Yet despite Orbán's apparent pleasure in the massive turnout for his Thursday afternoon press conference, his country was not the only issue to highjack the summit agenda. Though Merkel said repeatedly on Thursday that a potential Cyprus bailout was not on the schedule, it was a major topic in smaller, informal groups on the summit sidelines.

Berlin Puts on the Brakes

Luxembourg Prime Minister Jean-Claude Juncker, who was also, until recently, head of the Euro Group, demanded that a solution to the issue be found by Friday evening. Specifically, Juncker was referring to the parallel meeting of euro-zone finance ministers in Brussels on Friday, saying the gathering "must not only make progress towards a solution to the Cyprus question, but present it in finalized form" by Friday evening.

The head of the Cypriot central bank, Panicos Demetriades, likewise piled pressure on the euro-zone on Thursday saying that his country presents a "systemic danger" to the common currency. "The greatest risks are coming from the periphery and at present that is Cyprus," he said, adding that the bailout must be ready by the end of the month.

Merkel, however, sought to lower expectations of a finalized package being ready on Friday. Further negotiations, she said, are "desirable," adding that it takes time to come up with a "prudent, quality solution."

New Euro Group head Jeroen Dijsselbloem suggested on Thursday that finding such a solution might actually be easier than thought. Thus far, it had widely been assumed that the country needed a bailout of €17.5 billion. Though small relative to previous euro-zone bailouts, the sum is close to the equivalent of the small country's annual gross domestic product and raised concerns about Cyprus' long-term ability to shoulder that debt.

Lower Cypriot Financing Needs

Dijsselbloem, however, said on Thursday that the country's actual needs are closer to €10 billion ($13 billion). He declined to offer details, but hinted that Russia might play a greater role than previously assumed. One of the primary hurdles facing the package has been the significant presence of Russian money in Cypriot banks and EU concerns that bailouts would first and foremost help Russian oligarchs. The country's alleged ineffectiveness in combating money laundering has also led many in Berlin and other euro-zone capitals to view a bailout with skepticism.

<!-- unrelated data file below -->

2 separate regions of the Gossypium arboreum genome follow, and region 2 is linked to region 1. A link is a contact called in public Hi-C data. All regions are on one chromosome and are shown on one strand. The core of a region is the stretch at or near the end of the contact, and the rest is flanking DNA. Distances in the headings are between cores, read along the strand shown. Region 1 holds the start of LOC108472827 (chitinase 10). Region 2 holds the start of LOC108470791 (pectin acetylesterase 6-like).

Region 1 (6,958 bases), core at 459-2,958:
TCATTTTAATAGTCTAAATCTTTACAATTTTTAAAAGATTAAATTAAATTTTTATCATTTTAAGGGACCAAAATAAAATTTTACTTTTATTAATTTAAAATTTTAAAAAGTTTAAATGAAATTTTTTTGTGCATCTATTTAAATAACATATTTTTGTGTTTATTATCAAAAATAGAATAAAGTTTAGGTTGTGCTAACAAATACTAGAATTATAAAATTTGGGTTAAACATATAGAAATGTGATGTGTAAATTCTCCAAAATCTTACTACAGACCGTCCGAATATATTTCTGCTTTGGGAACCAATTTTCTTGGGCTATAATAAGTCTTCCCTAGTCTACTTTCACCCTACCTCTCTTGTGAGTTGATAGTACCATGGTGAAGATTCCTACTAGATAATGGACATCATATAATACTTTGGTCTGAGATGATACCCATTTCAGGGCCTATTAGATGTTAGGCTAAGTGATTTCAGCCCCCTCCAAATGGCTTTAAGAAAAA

As for the actual agenda prepared for the summit -- those issues will apparently be addressed, too. French President François Hollande made sure of that on Thursday by demanding more flexibility on EU budget rules to create growth. Saying that he remained committed to budgetary consolidation, Hollande added: "It is precisely because of this commitment that there must be flexibility, because the only priority right now, aside from the budgetary commitments, is growth …. Too much rigidity would mean too much unemployment."

Berlin is unlikely to consider watering down EU budget rules, though. It was only on Wednesday that German Finance Minister Wolfgang Schäuble announced that his country's budget would be balanced by 2015, a year earlier than necessary under the "debt brake" amendment to the constitution. Deputy Chancellor Philipp Rösler, who joined Schäuble in announcing the news, crowed that Germany was "an example to Europe" and that "the whole world envies" its finances. Hardly the words of a leadership willing to grant France much wiggle room.

With reporting by Christian Teevs in Brussels and information from wire reports

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Morthole 03/16/2013
1. Schulz - interference in the affairs of a sovereign state.